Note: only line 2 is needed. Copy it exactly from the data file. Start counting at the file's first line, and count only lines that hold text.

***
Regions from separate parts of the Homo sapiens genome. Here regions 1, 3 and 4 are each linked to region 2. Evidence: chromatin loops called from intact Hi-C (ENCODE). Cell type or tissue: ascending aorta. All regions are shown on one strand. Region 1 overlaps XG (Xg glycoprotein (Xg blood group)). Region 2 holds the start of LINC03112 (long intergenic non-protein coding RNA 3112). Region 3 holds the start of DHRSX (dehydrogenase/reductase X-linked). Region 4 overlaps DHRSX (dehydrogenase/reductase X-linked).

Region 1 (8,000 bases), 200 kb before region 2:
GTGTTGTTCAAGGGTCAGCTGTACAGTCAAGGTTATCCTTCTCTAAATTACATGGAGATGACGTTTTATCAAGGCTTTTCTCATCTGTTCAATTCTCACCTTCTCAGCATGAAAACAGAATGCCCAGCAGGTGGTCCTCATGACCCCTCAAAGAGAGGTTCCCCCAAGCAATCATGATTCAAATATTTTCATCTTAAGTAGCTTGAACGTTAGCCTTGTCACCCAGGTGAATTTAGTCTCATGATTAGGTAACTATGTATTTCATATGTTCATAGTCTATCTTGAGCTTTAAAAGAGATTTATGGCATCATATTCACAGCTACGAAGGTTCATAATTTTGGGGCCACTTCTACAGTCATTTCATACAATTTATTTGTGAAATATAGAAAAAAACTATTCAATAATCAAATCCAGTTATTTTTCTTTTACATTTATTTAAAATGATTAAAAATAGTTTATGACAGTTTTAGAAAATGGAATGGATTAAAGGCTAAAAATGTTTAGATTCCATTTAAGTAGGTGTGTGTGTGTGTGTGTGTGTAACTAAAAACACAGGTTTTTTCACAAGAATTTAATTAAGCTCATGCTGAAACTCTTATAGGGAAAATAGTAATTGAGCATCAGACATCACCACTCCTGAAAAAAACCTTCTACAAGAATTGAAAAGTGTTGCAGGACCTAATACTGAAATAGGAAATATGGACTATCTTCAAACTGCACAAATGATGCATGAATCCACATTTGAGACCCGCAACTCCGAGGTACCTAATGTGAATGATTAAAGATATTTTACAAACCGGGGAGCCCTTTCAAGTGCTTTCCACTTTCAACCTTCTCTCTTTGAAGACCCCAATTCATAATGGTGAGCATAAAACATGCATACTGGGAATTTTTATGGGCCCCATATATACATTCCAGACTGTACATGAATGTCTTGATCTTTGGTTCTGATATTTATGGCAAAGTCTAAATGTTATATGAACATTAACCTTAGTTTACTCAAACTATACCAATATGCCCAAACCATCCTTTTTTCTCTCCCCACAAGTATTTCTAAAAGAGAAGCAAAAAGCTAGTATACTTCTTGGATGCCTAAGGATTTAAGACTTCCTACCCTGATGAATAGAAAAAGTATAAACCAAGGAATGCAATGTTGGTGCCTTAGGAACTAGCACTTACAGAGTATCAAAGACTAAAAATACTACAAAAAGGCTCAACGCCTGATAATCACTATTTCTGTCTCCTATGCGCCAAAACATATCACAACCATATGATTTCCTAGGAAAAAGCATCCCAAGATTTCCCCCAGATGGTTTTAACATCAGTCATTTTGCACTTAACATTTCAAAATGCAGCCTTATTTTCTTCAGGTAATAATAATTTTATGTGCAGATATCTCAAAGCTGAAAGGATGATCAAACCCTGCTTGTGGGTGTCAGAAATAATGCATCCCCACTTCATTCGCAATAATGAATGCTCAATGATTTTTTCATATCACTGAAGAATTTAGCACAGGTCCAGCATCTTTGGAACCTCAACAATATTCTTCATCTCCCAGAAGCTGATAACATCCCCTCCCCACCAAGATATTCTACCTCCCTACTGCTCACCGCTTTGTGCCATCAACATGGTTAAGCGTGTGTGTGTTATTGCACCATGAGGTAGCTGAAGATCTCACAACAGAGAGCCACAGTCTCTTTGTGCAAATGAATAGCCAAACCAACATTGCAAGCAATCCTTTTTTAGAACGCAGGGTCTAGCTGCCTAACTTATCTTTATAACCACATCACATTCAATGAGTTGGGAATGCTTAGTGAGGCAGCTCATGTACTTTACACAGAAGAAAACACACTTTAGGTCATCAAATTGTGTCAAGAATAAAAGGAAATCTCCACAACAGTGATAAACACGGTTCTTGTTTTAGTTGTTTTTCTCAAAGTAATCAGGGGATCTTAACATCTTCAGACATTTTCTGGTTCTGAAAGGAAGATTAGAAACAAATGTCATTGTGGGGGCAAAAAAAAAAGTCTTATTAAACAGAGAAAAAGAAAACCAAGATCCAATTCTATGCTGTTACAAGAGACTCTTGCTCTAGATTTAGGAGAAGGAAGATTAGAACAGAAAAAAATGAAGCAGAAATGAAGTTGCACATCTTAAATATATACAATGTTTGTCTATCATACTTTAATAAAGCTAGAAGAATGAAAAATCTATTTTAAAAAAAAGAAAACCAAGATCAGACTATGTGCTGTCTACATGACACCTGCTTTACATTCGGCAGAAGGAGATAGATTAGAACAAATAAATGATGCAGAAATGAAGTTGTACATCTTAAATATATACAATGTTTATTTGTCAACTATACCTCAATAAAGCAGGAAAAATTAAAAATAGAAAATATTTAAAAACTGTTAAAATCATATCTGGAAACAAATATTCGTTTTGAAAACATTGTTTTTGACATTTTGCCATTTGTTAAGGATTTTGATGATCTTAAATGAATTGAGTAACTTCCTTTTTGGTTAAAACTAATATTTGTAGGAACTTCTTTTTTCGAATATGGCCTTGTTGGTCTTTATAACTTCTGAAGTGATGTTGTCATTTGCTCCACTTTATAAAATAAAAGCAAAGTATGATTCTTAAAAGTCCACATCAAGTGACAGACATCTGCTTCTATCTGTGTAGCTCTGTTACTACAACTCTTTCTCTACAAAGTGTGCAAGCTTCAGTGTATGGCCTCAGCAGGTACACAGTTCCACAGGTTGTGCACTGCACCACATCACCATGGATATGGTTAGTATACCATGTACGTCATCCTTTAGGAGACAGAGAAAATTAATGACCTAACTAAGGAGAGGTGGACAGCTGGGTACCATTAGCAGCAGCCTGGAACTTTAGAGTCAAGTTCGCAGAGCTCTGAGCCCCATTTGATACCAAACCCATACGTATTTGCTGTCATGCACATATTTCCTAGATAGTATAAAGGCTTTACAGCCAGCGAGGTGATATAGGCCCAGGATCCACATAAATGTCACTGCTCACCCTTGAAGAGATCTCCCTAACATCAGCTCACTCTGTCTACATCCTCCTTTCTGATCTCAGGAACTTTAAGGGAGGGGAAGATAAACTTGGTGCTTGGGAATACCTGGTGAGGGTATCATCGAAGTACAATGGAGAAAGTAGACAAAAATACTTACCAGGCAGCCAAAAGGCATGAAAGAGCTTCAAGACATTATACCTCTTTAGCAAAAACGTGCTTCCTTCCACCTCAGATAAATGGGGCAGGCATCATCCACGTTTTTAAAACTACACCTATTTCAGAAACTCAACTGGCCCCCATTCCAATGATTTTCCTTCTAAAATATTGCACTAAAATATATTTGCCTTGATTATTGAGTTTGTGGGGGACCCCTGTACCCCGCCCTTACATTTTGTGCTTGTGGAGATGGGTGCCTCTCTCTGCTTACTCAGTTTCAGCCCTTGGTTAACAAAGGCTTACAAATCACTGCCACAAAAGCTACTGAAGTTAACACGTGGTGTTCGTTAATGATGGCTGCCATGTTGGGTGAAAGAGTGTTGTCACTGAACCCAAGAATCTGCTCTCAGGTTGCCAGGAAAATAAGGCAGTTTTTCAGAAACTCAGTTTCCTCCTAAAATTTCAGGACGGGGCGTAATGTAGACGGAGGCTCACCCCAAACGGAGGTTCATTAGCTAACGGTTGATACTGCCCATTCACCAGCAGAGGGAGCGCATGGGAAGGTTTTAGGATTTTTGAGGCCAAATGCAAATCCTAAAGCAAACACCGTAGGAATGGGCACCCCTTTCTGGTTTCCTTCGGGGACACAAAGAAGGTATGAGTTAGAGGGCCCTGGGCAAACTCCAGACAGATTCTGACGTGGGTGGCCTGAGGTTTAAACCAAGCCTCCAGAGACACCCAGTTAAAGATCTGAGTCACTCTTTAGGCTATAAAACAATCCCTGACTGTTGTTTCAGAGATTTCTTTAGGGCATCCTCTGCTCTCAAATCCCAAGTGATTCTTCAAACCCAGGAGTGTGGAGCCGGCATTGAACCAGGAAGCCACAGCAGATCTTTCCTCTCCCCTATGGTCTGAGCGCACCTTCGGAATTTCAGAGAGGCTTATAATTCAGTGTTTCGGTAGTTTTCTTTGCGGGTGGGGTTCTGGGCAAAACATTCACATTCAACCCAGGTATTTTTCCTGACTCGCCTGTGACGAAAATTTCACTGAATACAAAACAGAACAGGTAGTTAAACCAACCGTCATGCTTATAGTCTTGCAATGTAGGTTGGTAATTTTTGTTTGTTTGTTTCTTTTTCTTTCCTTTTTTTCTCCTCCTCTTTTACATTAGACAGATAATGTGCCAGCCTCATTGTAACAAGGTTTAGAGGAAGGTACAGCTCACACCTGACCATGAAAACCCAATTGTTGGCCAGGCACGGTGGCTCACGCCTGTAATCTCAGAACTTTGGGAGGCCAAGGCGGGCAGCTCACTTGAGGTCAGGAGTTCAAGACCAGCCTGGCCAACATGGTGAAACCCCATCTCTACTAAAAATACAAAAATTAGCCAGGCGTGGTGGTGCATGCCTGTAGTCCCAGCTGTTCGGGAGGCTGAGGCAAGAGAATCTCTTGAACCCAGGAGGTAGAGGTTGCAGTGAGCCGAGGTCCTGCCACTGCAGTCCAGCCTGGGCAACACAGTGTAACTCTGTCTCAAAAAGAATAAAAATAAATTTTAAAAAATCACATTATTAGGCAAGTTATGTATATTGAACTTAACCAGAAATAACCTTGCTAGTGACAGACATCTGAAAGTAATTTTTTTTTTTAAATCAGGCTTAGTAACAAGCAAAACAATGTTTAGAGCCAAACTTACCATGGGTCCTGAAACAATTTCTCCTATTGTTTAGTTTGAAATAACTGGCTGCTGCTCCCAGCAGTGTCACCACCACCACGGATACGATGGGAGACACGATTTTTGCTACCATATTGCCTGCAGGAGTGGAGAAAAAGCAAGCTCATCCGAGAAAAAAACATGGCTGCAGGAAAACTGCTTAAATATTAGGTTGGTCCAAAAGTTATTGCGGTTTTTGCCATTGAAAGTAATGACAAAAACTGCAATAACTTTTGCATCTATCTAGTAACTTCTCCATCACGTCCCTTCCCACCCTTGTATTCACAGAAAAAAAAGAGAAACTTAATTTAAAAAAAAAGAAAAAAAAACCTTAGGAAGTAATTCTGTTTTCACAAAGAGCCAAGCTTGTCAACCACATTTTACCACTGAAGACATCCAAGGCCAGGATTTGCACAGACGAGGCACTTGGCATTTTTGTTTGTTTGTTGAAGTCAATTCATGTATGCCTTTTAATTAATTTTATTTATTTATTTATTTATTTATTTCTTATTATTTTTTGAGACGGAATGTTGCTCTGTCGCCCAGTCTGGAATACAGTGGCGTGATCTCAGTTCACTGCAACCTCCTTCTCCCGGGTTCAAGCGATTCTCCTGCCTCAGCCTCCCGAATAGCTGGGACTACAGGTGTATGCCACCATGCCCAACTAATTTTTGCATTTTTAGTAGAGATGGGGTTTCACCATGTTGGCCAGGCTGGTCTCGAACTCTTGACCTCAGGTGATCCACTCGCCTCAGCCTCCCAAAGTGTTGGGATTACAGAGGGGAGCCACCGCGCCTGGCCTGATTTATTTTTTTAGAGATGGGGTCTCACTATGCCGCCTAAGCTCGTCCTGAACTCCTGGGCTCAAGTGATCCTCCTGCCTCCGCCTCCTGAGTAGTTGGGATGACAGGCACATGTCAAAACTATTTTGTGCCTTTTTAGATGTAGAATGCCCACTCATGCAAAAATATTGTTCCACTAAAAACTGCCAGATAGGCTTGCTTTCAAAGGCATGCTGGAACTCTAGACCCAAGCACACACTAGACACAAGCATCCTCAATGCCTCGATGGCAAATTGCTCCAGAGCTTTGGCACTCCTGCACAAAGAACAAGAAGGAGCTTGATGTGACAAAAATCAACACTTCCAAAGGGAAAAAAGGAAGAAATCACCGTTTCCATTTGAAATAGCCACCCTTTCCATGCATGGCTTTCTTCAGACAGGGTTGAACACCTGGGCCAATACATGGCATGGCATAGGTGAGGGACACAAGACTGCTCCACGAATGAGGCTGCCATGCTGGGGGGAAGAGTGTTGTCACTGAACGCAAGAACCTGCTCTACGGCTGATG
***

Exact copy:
Region 1 (8,000 bases), 200 kb before region 2: